He added that another promising area of development in science that is related to polariton lasers is that of quantum simulators based on polariton condensates. Researchers are currently racing to create the first quantum processor. Google’s artificial intelligence laboratory has collected 49 qubits, Mikhail Lukin’s teams at Harvard – 51. The hundred-qubit threshold will likely be crossed in the coming months. Still, the practical application of such systems is highly limited: Google’s superconductor-based processor only works at ultra-low temperatures (less than one degree Kelvin), while Mikhail Lukin’s qubits are based on cold atoms, which can only be kept together in lab conditions.


“In this context, polaritons offer an alternative platform for quantum computations. It is a semiconductor platform, and those are relatively cheap and are easy to integrate into the existing processors. And the main thing that our work with our colleagues from Michigan has shown is that polariton condensates are fine with room temperatures. I’m sure that a semiconductor platform for quantum technology can be created in Russia in a short time. We might even come out ahead of Google!” – adds Kavokin.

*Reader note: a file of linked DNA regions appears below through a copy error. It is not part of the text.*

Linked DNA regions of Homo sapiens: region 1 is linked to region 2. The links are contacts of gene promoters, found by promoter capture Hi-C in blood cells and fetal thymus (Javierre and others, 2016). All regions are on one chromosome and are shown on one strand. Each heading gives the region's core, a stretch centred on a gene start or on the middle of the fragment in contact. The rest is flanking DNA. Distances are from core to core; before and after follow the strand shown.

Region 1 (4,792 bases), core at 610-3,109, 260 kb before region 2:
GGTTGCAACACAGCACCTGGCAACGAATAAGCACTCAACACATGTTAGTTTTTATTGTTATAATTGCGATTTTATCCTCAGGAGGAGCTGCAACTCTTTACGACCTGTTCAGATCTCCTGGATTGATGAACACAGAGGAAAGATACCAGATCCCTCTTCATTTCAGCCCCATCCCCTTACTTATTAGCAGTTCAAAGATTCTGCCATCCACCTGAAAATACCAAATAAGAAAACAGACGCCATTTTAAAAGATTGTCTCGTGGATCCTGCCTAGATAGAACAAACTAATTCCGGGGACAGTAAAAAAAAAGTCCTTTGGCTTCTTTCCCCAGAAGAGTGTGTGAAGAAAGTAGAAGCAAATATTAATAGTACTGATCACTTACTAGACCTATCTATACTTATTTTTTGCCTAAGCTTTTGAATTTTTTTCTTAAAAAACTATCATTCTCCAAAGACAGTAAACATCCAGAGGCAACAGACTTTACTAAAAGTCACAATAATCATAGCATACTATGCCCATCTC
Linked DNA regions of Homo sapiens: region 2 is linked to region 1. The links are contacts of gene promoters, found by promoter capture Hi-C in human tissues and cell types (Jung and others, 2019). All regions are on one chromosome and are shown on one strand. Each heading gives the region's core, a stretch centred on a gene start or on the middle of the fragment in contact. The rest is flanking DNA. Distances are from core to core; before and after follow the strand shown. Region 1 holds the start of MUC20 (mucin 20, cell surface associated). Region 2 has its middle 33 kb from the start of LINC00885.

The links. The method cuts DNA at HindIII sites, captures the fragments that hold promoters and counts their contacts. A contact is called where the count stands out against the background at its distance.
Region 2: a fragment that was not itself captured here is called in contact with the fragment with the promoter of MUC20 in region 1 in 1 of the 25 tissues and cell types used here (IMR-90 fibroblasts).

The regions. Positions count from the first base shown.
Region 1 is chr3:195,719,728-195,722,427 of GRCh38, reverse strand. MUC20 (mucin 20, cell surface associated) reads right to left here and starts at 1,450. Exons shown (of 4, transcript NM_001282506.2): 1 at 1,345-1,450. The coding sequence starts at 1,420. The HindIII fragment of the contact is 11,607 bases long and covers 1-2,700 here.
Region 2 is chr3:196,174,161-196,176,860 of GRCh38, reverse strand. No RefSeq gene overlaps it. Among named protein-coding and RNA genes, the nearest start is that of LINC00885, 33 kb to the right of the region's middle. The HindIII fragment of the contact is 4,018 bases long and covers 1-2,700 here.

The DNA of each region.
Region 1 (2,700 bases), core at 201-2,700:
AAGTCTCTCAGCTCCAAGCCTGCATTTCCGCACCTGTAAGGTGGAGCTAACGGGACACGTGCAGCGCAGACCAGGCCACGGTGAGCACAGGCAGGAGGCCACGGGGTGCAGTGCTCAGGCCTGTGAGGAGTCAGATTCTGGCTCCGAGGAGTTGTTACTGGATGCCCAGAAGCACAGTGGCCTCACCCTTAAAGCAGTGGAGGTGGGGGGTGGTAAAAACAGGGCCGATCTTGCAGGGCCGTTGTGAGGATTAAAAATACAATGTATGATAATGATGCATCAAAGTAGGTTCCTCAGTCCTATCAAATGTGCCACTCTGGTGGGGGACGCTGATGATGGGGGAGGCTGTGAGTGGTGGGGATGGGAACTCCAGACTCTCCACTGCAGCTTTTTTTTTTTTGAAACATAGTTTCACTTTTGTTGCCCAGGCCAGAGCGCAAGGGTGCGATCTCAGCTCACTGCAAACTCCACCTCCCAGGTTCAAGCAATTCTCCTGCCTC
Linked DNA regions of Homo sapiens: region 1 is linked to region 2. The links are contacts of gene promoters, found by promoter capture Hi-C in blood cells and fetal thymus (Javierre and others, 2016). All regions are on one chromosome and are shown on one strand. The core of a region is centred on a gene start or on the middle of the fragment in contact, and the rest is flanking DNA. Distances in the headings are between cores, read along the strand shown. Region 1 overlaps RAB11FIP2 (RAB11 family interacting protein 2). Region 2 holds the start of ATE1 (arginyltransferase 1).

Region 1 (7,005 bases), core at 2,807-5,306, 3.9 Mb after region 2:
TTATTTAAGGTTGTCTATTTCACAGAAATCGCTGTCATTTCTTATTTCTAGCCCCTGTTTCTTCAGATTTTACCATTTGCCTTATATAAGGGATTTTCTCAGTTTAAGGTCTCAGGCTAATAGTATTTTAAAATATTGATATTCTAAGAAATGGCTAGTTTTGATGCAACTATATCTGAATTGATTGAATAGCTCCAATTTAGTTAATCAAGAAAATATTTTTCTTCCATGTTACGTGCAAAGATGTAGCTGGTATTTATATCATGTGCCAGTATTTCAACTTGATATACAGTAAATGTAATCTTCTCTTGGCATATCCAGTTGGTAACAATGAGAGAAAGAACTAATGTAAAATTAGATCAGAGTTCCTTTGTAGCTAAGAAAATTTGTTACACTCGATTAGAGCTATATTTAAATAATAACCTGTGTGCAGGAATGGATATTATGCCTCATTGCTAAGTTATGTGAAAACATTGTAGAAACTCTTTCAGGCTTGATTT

The scientist notes that, per his opinion, in the next two or three years polariton lasers will likely see practical application. This is mostly related to their use in the creation of macroscopic multiparticle wave functions at room temperatures. The use of polariton lasers in quantum computing is also a promising venture.

Reference: Room Temperature Spin Polariton Diode Laser, Aniruddha Bhattacharya, Md Zunaid Baten, Ivan Iorsh, Thomas Frost, Alexey Kavokin, Pallab Bhattacharya, 2017, Physical Review Letters.